Other creatures sing, other creatures hear, other creatures listen. As any birdwatcher knows, the sounds of nature have no less melody, rhythm, and harmony than our own songs do. Learning to hear, to respect, to protect, and to participate in this more-than-human music might be a way to get ourselves back in tune with the world.
And if Carvalhaes is right about the ethical demands of worship, then worship is the perfect place to get started. Even non-Christian scholars point to something like liturgical presence when it comes to relationships with other species. Feminist theorist Donna Haraway, for example, talks about building connections with our “companion species” — those with whom we are “cum panis,” or “at table together.” How could we reshape our worship services so that we are musically at table with the microbes, birds, trees, and dogs whose lives we inhabit?
A few ideas:
1) We could listen with new ears to things already happening in our worship services. In a service where water is poured into the baptismal font, for example, what if we heard the sound of water hitting the bowl as a musical component of worship? What if the water molecules contribute their gurgles and splashes to the liturgy in their own kind of hymn?
2) Outdoor worship services could include moments when the humans listen quietly to the songs of birds or to the wind whooshing through the trees. In place of the usual opening hymn of praise, congregants could instead tune into the melodies and harmonies that are already praising God around them.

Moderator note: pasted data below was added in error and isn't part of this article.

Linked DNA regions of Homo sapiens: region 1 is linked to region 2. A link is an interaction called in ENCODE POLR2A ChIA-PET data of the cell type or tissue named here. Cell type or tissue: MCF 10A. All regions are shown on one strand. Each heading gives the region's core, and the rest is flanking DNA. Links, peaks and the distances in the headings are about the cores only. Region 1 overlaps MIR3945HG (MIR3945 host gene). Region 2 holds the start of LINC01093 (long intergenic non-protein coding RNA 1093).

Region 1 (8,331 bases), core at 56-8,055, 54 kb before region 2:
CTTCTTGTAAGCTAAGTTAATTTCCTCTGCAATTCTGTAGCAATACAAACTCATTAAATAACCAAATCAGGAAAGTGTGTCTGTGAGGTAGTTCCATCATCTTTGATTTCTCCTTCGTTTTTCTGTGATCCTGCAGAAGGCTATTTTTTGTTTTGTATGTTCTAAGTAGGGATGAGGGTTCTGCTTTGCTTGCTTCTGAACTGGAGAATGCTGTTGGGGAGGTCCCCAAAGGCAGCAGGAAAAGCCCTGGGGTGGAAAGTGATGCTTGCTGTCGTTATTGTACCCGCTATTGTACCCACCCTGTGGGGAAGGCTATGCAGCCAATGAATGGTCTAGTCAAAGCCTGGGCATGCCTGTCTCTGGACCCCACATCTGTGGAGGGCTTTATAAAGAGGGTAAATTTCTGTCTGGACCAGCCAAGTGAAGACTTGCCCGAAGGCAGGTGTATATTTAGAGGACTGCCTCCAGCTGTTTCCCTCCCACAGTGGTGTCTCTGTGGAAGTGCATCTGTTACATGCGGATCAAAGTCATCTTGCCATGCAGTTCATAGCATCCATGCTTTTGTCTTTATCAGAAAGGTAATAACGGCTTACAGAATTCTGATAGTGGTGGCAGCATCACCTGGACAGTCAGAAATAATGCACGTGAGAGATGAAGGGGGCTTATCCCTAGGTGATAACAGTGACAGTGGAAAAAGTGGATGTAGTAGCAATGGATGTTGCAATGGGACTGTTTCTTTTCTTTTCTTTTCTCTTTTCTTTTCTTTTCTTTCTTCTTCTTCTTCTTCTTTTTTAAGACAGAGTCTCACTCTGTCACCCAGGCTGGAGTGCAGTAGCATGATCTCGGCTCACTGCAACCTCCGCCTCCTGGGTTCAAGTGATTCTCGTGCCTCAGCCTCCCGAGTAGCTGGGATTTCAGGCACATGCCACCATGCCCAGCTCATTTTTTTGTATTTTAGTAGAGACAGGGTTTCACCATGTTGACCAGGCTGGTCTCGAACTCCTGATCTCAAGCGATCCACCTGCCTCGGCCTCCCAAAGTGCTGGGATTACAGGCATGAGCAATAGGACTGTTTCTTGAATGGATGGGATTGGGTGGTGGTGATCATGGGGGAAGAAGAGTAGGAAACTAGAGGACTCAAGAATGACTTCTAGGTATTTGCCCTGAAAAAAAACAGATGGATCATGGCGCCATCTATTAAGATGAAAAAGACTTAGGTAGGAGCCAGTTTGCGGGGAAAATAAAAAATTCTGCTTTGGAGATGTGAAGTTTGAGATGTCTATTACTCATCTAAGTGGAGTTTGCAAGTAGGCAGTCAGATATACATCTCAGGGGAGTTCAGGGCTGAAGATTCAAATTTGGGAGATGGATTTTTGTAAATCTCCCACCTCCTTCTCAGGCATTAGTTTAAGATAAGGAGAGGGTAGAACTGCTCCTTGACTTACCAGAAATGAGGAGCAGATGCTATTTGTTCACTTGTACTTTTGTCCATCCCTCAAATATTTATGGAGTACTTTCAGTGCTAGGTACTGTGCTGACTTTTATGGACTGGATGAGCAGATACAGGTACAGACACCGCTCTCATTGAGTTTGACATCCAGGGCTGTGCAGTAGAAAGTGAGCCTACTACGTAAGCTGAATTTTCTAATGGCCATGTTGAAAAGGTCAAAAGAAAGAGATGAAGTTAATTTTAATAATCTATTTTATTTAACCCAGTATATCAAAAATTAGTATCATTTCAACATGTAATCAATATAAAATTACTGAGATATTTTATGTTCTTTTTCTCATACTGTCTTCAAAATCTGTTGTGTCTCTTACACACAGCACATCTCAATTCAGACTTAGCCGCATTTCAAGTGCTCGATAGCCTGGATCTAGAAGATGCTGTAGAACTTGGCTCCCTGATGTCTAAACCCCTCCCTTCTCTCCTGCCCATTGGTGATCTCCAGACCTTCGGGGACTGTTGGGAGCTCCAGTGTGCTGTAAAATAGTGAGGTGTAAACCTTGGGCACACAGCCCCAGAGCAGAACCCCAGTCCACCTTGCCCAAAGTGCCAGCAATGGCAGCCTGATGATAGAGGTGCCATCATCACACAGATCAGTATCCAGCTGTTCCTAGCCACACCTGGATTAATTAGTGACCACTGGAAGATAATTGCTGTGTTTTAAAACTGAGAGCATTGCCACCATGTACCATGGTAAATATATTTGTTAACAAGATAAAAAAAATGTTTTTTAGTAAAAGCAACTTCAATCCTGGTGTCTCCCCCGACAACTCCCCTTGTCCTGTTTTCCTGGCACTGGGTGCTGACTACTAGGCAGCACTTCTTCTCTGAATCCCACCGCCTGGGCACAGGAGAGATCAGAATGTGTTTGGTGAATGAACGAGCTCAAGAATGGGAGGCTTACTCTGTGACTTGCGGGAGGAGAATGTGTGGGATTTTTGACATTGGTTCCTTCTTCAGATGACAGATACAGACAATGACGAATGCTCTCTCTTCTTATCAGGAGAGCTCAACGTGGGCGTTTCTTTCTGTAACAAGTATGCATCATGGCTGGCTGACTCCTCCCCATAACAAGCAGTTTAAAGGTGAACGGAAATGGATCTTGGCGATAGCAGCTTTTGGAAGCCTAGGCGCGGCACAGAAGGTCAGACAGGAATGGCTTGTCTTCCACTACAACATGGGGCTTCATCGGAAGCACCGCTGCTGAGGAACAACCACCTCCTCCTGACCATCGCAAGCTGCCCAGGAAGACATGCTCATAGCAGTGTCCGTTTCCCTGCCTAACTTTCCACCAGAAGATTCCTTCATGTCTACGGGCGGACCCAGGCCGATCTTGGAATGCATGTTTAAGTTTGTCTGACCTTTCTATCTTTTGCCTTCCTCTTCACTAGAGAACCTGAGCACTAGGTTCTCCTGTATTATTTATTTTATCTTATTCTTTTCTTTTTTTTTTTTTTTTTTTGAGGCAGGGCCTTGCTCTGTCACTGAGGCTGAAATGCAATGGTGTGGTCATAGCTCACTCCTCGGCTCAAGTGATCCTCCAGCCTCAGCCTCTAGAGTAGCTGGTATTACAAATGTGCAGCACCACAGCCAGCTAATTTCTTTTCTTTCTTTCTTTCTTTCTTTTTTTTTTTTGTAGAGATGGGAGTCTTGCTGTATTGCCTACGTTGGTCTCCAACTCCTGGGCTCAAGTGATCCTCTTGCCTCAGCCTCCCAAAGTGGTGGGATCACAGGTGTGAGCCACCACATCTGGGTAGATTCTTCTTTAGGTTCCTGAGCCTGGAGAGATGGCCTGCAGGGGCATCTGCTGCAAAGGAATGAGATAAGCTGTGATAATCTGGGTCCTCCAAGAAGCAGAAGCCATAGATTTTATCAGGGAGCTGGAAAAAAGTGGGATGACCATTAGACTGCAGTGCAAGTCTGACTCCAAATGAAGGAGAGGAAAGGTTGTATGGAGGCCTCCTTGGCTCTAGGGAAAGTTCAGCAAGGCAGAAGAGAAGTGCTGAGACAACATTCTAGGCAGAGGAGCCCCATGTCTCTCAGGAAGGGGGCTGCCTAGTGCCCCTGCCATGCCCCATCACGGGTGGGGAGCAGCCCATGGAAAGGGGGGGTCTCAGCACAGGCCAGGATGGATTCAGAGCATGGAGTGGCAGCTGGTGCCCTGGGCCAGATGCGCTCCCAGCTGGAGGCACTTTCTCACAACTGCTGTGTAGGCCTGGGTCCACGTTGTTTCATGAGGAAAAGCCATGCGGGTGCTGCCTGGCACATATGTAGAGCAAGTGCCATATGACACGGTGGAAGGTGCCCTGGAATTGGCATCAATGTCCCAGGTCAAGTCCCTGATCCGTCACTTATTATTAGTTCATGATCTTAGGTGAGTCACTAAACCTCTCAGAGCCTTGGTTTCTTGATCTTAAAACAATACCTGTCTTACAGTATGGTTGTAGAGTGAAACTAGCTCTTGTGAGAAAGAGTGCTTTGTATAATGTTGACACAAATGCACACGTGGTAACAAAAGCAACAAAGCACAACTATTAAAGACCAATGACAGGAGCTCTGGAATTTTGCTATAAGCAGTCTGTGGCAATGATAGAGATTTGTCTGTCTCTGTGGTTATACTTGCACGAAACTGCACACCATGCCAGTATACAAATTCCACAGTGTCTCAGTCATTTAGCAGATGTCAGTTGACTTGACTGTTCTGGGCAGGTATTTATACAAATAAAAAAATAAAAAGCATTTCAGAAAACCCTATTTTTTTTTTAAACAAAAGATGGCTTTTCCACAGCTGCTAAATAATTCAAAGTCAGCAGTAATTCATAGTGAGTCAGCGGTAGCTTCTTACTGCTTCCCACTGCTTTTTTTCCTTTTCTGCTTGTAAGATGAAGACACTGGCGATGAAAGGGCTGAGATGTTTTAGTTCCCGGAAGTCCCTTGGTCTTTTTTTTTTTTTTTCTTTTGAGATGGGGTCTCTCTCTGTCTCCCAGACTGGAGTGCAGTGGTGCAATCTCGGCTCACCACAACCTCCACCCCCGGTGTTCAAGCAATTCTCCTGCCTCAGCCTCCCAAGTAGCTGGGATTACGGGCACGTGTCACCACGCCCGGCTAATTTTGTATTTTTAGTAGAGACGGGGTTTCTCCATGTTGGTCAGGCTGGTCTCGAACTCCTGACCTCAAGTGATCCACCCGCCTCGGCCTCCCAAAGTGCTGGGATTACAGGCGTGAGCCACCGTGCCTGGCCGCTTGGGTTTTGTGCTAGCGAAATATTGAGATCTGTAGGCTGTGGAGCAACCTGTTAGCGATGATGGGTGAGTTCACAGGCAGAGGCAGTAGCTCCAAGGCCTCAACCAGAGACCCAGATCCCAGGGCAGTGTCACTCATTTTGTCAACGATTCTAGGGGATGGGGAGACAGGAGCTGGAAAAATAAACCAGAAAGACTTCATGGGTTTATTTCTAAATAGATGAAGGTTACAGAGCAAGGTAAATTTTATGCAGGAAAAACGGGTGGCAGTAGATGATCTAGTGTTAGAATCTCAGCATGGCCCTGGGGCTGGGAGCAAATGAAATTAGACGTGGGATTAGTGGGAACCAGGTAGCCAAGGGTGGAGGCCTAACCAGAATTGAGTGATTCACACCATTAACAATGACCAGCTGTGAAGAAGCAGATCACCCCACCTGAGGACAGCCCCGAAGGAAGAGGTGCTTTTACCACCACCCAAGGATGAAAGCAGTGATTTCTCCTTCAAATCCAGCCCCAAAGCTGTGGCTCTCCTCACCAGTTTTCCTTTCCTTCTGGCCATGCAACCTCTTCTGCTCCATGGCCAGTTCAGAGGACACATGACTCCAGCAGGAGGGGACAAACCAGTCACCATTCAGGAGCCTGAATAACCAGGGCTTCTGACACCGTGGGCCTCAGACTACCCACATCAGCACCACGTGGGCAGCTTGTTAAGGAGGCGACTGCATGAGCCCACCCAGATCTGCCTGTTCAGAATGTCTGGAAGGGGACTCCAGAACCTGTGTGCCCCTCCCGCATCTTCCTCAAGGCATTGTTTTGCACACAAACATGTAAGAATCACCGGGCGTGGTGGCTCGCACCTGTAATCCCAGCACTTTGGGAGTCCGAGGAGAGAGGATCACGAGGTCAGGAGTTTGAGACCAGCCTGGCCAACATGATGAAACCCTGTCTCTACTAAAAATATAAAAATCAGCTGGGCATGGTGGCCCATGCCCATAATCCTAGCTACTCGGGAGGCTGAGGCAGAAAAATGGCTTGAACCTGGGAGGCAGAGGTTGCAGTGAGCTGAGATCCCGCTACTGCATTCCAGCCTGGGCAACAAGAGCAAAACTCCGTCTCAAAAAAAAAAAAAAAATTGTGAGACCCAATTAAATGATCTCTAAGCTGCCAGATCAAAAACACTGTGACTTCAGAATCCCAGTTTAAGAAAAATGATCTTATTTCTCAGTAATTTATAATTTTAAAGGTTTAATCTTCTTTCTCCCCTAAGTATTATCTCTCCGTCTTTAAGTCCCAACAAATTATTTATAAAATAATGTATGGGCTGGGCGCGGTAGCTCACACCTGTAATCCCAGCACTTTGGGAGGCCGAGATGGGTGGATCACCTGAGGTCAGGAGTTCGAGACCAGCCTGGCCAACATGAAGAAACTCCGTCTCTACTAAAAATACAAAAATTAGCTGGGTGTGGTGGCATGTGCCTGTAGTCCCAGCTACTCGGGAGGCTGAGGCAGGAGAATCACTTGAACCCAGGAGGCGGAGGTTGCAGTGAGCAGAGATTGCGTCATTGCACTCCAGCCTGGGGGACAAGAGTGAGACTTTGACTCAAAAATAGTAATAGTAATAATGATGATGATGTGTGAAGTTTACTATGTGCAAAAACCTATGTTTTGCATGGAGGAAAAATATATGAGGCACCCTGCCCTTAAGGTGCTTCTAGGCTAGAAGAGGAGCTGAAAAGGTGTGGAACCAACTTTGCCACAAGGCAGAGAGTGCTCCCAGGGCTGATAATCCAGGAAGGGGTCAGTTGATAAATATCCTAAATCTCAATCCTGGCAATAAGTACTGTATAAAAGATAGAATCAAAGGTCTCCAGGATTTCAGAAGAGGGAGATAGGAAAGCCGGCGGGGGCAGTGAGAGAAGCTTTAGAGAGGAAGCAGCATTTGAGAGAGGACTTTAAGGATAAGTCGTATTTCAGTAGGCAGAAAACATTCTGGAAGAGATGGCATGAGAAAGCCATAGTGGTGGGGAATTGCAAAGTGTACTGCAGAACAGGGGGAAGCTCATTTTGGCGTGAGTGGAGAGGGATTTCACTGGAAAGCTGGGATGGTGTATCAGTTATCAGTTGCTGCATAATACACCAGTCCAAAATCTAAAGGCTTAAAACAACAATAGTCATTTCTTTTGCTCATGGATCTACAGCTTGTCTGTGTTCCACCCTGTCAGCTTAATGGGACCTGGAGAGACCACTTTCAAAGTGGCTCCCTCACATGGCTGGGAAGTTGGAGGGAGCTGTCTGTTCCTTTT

3) We could reshape the music we play to match the more-than-human music around us. Instrumentalists could imitate bird songs for a prelude, or a 24-hour prayer service could include music that changes as the sun rises and sets. This would take creativity and ingenuity, but how much creativity and ingenuity have we already employed to silence our companion species?
There is no one right way to make or listen to more-than-human music. But that is how it should be. Worship — and the music within it — should respond to the community around it and the land beneath it. It can sound a hundred billion different ways, as long as it moves us closer to the sounds of others, as long as it opens our ears and does not close them.